Physiotherapists have warned that patients are becoming increasingly disabled and depressed due to a lack of NHS rehabilitation services.
Amputees are among those who wait months for care, with some people being treated in closets and hallways due to a shortage of proper rooms, it is alleged.
Meanwhile, stroke survivors are “locked at home with a bed and changing table” while they wait to be seen, the Chartered Society of Physiotherapy added.
Long waits increase the need for health and social care for many patients and increase the risk of hospitalization or readmission.
Physiotherapists have warned patients are becoming increasingly disabled and depressed due to a lack of NHS rehabilitation services
The pressure of having to work in these poor conditions is also taking its toll on staff: 87 percent report low morale, 70 percent more stress and 58 percent want to quit their job.
The Chartered Society of Physiotherapy gathered responses from members reporting cuts to services in more than 100 areas, including more than half of all health boards and trusts in the UK.
These cuts are taking the form of rehab clinics being withdrawn from services during the pandemic and not being returned or being replaced by ‘inappropriate’ alternative facilities.
Some of these new rooms lack heating and running water or are located in areas that patients cannot reach.
Nearly three-quarters of physio staff (73 percent) said they can’t provide the rehab services their patients need and half (50 percent) say the loss of rehab space means they see fewer patients each week.
Nearly half (46 percent) say it has led to a worse quality of life for patients due to physical pain and immobility.
It also leads patients to have poorer mental health, such as depression and anxiety (33 percent), more disability (38 percent), and a higher chance of being hospitalized again in the future (37 percent).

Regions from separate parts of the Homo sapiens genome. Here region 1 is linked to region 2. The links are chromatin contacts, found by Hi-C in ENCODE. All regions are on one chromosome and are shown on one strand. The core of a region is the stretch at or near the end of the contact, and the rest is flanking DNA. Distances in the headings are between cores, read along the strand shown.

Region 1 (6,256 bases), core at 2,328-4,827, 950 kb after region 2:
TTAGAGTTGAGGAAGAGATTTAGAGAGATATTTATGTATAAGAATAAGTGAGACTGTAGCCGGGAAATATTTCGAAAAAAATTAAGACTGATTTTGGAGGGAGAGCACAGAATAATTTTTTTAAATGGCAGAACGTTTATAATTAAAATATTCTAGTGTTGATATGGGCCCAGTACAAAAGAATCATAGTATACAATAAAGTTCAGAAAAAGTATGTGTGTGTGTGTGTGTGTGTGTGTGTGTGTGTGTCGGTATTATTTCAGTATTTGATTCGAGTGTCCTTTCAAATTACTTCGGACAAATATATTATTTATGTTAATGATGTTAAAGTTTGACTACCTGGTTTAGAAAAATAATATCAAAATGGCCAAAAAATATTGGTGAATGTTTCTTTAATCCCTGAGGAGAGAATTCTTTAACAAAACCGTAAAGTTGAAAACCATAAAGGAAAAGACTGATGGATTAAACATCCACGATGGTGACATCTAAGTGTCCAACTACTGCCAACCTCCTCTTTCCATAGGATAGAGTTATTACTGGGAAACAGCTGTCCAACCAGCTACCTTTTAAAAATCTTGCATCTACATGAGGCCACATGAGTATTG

Professor Karen Middleton, chief executive of the CSP, said: ‘We hear devastating stories of physiotherapists having to provide vital rehabilitation in corridors and storage facilities.
“Rehab gyms critical to treating heart, stroke and amputee patients were repurposed during the pandemic, but never returned.
“You can draw a direct line between these decisions and ambulances lining up for the emergency room and patients then trapped in the hospital.
“Without quality rehabilitation – in the hospital or in the community – patients do not recover as well as they should, or experience a serious deterioration in their condition, and this only puts greater strain on those parts of the system that are already struggling. to have. ‘
An East Midlands NHS physiotherapist, who graduated in 1994 and specializes in neurological physiotherapy, said: ‘The health foundation tried to take the stroke gym away, but that’s like taking an operating room away from a surgeon.
“Since covid I have seen patients develop secondary complications from the lack of therapy – symptoms such as spasticity, which I have not seen since the 90s prior to stroke guidelines.
“Too many people are currently locked up in one room at home with a hospital bed and changing table.”
A London-based physiotherapist specializing in trauma and neurological disorders said: ‘We lost both gyms where we delivered our rehabilitation programs to patients at the start of the pandemic, and more than 2 years later we were still fighting to get it back.
“Our gyms contain vital equipment to support our patients in recovery, as well as to support us in providing care to our patients.
“For example, it helps me deal with a 15-stone man who’s had a stroke so we can make sure he’s doing exercises that are critical to his function recovery.”